segunda-feira, maio 26, 2008

Video Promocional do Blog Canyoning Madeira

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Permissão para a realização de actividades de Montanha

Para realizar canyoning, escalada ou outra actividade de montanha em perímetro florestal que não sejam os passeios a pé, é necessário pedir licença à Direcção Regional de Florestas. Fica aqui o aviso, a todos os amantes destas actividades, para que não fiquem espantados quando forem impedidos de realizar as mesmas. Atenção quando pedirem as licenças para realizar canyoning têm de ser usar o nome original da ribeira que vão descer, e não outro nome, ou estrangeirismos.

Referencias à Canyoning Madeira na comunicação social

“Há um novo paraíso no Atlântico”
"De uma vasta lista, e de acordo com a página da internet, o canyoning pode ser praticado nas Ribeiras do Seixal, na Ribeira Funda, da Hortelã, do Alecrim, das Cales, da Pedra Branca, da Água Negra, do Inferno, entre muitas outras. Neste sítio da “net”, o responsável informa a necessidade de pedir autorização à Direcção Regional de Florestas para a prática da modalidade." in Jornal da Madeira - Suplemento Revista olhar em 2007-09-08
Canyoning in the heart of Madeira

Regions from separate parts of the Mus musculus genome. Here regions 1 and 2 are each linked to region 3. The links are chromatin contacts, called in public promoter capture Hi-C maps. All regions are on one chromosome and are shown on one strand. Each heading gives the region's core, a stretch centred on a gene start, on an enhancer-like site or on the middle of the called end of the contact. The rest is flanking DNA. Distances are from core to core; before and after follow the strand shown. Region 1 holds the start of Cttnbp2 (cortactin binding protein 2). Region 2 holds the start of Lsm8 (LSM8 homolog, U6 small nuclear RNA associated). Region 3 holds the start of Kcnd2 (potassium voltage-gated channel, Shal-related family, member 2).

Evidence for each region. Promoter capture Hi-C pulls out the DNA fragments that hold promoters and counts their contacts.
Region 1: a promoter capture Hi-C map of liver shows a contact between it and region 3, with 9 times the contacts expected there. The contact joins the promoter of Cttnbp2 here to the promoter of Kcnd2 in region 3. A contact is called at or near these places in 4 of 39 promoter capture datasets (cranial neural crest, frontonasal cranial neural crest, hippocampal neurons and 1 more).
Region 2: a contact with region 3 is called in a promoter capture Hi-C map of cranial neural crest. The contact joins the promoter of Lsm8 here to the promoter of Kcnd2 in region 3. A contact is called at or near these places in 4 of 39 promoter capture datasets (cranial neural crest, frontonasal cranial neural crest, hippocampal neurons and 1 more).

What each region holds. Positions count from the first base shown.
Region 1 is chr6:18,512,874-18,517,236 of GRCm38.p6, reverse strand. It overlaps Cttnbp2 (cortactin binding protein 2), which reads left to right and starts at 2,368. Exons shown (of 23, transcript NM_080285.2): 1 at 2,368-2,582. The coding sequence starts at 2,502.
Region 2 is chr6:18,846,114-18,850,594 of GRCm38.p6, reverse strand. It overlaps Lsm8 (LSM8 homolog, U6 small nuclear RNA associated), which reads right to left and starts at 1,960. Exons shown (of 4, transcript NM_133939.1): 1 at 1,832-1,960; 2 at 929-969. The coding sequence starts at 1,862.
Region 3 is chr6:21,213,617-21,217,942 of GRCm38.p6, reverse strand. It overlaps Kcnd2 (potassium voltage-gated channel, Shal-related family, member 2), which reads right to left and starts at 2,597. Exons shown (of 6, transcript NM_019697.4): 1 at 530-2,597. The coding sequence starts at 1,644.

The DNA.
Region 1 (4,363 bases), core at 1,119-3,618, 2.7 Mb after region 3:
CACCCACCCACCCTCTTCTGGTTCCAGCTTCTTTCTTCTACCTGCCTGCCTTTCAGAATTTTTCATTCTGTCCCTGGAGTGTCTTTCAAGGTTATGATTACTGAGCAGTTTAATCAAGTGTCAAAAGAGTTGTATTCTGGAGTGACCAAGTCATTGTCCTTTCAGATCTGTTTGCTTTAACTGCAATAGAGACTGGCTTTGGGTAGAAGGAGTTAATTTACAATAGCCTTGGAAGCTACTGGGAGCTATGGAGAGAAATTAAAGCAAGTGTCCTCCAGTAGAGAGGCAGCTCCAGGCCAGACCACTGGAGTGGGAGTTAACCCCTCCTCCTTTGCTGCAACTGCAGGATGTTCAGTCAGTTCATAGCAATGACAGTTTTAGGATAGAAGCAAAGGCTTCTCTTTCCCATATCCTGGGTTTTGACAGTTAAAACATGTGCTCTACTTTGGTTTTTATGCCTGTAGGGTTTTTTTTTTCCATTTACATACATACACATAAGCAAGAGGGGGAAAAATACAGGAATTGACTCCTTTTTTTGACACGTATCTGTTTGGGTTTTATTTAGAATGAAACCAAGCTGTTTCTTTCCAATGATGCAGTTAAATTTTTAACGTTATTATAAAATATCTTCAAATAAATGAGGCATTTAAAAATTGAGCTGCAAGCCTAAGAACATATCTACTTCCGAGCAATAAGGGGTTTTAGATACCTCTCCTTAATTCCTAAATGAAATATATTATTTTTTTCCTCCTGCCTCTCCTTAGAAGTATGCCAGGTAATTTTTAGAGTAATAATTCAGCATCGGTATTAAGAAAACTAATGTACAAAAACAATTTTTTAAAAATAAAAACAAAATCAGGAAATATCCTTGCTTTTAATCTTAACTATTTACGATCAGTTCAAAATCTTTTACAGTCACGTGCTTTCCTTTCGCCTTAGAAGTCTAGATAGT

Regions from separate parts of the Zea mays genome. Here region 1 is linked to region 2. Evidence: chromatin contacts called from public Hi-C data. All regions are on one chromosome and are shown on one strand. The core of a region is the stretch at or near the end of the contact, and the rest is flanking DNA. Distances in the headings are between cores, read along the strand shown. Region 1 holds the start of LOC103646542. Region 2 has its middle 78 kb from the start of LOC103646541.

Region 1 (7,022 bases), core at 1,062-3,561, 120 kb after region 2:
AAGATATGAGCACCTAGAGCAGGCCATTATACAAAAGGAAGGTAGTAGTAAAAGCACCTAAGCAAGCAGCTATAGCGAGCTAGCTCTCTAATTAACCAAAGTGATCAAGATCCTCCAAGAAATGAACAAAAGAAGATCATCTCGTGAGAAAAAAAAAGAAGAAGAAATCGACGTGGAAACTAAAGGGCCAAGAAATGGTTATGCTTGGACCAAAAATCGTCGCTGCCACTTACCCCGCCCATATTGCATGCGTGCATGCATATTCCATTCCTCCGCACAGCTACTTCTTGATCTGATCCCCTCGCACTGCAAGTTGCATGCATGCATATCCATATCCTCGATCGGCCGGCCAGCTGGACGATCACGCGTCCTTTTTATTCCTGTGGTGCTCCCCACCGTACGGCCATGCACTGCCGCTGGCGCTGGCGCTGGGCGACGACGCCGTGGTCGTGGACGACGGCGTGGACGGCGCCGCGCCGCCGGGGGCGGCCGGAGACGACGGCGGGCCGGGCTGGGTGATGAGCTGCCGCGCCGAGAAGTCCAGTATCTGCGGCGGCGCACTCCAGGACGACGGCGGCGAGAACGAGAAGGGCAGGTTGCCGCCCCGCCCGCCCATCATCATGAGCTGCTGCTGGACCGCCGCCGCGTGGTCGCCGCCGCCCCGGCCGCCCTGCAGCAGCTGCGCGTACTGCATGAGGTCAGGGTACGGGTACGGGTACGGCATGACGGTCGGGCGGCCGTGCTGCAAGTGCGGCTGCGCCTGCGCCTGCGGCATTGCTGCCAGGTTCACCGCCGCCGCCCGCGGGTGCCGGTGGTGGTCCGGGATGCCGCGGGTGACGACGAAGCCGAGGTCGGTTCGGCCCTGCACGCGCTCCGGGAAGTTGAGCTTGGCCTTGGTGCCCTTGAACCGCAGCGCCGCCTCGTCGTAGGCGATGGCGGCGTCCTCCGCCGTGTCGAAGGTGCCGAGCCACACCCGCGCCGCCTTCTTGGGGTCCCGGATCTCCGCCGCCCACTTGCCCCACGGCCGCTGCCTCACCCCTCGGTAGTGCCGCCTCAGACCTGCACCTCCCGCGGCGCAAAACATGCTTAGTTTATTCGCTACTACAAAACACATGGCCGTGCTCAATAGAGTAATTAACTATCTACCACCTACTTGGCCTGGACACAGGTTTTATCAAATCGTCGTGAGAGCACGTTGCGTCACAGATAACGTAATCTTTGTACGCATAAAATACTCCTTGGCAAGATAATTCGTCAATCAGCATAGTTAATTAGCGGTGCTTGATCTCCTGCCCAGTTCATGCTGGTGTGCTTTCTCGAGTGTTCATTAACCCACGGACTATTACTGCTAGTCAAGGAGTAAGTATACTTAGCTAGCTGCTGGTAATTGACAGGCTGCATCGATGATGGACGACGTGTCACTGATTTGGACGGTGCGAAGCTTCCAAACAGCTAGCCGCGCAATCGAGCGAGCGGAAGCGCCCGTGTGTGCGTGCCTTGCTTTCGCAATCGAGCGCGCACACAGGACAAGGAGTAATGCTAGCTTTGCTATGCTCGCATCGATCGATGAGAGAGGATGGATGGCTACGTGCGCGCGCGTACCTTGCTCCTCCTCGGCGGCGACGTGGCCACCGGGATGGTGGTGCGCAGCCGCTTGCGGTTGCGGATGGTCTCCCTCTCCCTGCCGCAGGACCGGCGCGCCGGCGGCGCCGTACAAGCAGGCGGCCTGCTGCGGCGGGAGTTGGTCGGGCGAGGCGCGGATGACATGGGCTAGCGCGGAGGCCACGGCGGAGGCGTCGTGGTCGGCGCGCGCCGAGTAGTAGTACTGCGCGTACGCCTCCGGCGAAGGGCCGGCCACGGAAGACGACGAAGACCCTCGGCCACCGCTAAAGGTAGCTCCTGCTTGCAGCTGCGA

"As with most other sports on Madeira, canyoning is practiced by a few dedicated members of the local population to the imagination of the international tourist. Taking that into account, the pastime has a lot of potential. Indeed, those who practice canyoning are unanimous in the belief that Madeira is blessed as a location for this unusual, adventure sport. Canyoning only reached Madeira in 1989, when two French explorers led by Frédéric Feu mapped and opened the island’s first routes. For about ten years the situation hardly changed. Then in 2002 a group of continentals arrived, including Francisco Silva, and a couple of Frenchmen-one of which, Antoine Florin who published Madeira’s only Canyon Guide in February 2003, and a group of locals, who by then were already practicing the sport on a regular basis. Each foray into the mountains opened up new routes and an era of discovery dawned on an island that seemed boundlessly blessed with the ability to surprise. Reports of these experiences described a condensed island, with an impressive variety of canyoning routes. They spoke of incredible scenery, a multitude of lakes shaded by lush vegetation, countless waterfalls, and vertical walls reaching 70 meters in height ending at the sea’s edge. Equally noted was Madeira’s mild climate, enabling descents throughout the year, and also the volcanic nature of canyoning on the island, setting it apart from the usual limestone and granite itineraries in the rest of Europe. Such excellent conditions clearly indicated the emotional rush the island could offer canyoners and it was no surprise that word soon spread around the canyoning community. The foundations had been laid for the sport’s commercialization. Although the Ribeiro Frio, located in the Areeiro area, is the most popular canyoning destination for enthusiasts, many other routes have already been mapped out, primarily for the use of experienced canyoners. Therein lies the problem, the lack of many simple canyoning routes that are ideal for novices to the sport, laments Francisco. For more information visit; and "
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